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article imageIntroducing Manbang, North Korea's version of Netflix

By Owen Weldon     Aug 24, 2016 in Technology
Netflix, an on-demand video streaming service, has a new competitor called Manbang, which North Korea invented. It allows people to watch five channels in real time and view information about the country's leader.
Manbang is a device that looks similar to a router and it plugs into a television set and the internet. Once it is set up, it offers streaming and on-demand capabilities.
The set-up box will allow users to access intranet, which is controlled by the state. Manbang's, which means "everything" in North Korea, channels are mostly documentaries about the history of government and leadership.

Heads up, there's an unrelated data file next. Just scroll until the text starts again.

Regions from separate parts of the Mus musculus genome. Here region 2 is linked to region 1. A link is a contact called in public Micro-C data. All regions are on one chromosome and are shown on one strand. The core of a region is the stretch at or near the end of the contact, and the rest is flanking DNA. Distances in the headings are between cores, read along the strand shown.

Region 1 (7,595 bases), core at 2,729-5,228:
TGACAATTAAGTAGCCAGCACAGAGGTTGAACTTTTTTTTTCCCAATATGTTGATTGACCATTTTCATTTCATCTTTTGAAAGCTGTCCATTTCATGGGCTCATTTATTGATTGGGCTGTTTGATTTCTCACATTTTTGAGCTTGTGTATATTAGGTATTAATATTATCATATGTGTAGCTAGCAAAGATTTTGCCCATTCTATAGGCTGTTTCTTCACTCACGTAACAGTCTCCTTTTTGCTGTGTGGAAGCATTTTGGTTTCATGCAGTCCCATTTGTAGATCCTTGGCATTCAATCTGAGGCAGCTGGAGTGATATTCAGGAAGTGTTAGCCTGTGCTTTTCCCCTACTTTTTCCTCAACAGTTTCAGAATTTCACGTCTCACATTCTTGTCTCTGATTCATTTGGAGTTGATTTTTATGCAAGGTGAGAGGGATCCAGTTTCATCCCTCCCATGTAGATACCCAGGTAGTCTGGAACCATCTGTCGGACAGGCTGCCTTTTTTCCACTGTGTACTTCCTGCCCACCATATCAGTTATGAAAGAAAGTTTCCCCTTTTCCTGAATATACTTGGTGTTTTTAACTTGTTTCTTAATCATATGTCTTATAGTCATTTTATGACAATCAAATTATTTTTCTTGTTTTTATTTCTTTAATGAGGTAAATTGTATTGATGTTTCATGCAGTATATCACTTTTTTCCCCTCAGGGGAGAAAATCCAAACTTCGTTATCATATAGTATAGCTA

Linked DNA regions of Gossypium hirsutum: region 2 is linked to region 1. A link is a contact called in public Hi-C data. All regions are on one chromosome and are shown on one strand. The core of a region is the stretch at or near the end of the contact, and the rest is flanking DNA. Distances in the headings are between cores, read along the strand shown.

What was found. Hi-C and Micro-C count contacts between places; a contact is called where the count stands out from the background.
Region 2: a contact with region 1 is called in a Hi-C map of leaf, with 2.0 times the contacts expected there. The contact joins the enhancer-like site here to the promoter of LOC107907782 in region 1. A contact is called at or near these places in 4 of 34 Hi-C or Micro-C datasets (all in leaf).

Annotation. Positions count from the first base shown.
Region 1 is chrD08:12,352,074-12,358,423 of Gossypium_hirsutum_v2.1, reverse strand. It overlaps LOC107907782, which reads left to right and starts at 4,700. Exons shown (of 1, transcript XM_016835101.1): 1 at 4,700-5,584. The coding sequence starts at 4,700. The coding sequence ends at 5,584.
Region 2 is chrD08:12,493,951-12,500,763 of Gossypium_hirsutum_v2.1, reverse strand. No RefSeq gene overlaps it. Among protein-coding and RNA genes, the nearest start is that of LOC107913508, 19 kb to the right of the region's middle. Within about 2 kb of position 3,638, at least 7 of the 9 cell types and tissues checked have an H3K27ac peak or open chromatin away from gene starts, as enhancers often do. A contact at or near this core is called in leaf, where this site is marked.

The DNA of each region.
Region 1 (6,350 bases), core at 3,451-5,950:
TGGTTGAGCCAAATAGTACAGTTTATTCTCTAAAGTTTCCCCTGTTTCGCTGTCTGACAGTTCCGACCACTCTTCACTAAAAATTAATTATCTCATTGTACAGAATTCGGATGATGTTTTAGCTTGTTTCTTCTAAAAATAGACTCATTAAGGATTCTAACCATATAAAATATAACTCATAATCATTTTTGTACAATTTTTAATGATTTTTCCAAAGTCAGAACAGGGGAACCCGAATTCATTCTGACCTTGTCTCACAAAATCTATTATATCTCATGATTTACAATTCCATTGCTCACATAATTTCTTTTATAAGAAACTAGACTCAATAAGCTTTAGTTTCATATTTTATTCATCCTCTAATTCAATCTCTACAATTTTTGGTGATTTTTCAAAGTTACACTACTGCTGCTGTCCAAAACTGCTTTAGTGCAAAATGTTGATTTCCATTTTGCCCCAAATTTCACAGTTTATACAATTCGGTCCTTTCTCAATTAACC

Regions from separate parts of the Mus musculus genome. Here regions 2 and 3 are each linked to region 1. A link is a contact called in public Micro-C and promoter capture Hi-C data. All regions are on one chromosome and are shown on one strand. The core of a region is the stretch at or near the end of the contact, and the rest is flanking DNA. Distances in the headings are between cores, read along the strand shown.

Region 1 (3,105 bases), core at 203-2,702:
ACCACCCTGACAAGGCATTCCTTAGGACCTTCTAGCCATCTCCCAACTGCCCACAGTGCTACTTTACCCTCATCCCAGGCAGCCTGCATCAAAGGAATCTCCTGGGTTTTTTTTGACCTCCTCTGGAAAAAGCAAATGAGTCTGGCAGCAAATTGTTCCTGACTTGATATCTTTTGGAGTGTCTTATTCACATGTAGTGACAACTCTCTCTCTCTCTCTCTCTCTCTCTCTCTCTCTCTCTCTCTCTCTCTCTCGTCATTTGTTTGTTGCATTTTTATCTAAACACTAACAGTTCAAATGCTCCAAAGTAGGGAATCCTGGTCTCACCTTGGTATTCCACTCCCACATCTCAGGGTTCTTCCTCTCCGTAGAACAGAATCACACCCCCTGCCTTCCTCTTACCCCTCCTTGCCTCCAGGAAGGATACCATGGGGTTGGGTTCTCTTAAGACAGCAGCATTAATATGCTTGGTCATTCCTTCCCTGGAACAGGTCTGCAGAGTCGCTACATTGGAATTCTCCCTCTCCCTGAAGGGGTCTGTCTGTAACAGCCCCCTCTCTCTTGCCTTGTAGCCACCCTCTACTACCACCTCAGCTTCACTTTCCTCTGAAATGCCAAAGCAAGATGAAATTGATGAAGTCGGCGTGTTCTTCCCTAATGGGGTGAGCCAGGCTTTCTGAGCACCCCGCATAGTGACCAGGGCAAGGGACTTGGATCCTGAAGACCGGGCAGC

North Koreans will be able to use Manbang to read Rodong Sinmun, a newspaper, and to watch the Korean Central News Agency.
The engineer behind Manbang is Kim Jong Min, who says the information and communications technology is based upon two-way communications. He said if a user wants to watch an animal movie and they send a request to the equipment, then relevant video will be shown to the user.
Nobody is really sure how North Koreans will watch anything on Manbang because not many people have access to the Internet. In a nation of 25 million people, only a few thousand has access to the Internet, which is sanctioned by the state.
Regardless of only a few thousand having access to the Internet, Manbang is in high demand, according to the video below, which promotes the new device.
More about manbang, North korea, Netflix, ondemand video service
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